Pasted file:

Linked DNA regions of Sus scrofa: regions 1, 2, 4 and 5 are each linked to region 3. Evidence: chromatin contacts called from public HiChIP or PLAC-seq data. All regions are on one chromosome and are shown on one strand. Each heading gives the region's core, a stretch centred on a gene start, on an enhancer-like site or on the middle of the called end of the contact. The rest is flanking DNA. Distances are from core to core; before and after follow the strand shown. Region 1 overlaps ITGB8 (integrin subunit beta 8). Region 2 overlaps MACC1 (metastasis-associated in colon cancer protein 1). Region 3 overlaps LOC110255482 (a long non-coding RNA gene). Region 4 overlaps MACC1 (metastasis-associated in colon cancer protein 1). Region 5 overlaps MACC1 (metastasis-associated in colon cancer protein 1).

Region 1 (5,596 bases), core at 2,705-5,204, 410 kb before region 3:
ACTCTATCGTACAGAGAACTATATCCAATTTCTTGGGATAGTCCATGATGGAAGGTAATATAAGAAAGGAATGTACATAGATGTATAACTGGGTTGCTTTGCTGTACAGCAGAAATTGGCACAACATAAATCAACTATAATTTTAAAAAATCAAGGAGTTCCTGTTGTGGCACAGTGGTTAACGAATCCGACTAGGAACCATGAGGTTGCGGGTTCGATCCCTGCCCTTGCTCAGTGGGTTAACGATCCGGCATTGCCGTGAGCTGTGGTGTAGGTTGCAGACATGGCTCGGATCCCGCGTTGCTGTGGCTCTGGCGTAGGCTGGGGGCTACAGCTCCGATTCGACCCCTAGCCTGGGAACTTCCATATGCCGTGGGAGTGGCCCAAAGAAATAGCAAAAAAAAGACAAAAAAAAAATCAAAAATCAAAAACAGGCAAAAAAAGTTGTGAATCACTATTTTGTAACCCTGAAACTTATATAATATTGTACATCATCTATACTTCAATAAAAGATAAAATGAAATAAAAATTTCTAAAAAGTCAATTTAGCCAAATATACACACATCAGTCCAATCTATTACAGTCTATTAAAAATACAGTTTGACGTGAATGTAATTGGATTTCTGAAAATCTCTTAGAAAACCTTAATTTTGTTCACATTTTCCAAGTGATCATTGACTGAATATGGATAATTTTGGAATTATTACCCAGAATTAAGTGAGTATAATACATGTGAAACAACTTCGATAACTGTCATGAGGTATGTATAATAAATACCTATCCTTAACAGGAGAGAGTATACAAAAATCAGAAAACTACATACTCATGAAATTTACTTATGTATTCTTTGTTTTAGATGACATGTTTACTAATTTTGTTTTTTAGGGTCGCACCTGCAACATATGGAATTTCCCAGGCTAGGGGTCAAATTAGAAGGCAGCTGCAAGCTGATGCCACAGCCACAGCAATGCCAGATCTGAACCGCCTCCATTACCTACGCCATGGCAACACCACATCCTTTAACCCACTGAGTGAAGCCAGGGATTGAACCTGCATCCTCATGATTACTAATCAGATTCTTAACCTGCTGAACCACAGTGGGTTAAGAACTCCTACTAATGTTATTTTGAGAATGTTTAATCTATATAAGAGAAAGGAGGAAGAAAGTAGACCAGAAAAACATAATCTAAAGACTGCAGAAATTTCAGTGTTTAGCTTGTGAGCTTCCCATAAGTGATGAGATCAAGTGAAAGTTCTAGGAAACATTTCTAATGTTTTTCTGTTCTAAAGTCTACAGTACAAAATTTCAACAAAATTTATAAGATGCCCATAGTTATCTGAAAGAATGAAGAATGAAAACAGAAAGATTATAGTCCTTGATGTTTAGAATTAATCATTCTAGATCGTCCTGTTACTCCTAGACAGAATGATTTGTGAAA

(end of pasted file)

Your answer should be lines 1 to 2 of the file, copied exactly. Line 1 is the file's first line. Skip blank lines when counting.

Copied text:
Linked DNA regions of Sus scrofa: regions 1, 2, 4 and 5 are each linked to region 3. Evidence: chromatin contacts called from public HiChIP or PLAC-seq data. All regions are on one chromosome and are shown on one strand. Each heading gives the region's core, a stretch centred on a gene start, on an enhancer-like site or on the middle of the called end of the contact. The rest is flanking DNA. Distances are from core to core; before and after follow the strand shown. Region 1 overlaps ITGB8 (integrin subunit beta 8). Region 2 overlaps MACC1 (metastasis-associated in colon cancer protein 1). Region 3 overlaps LOC110255482 (a long non-coding RNA gene). Region 4 overlaps MACC1 (metastasis-associated in colon cancer protein 1). Region 5 overlaps MACC1 (metastasis-associated in colon cancer protein 1).

Region 1 (5,596 bases), core at 2,705-5,204, 410 kb before region 3: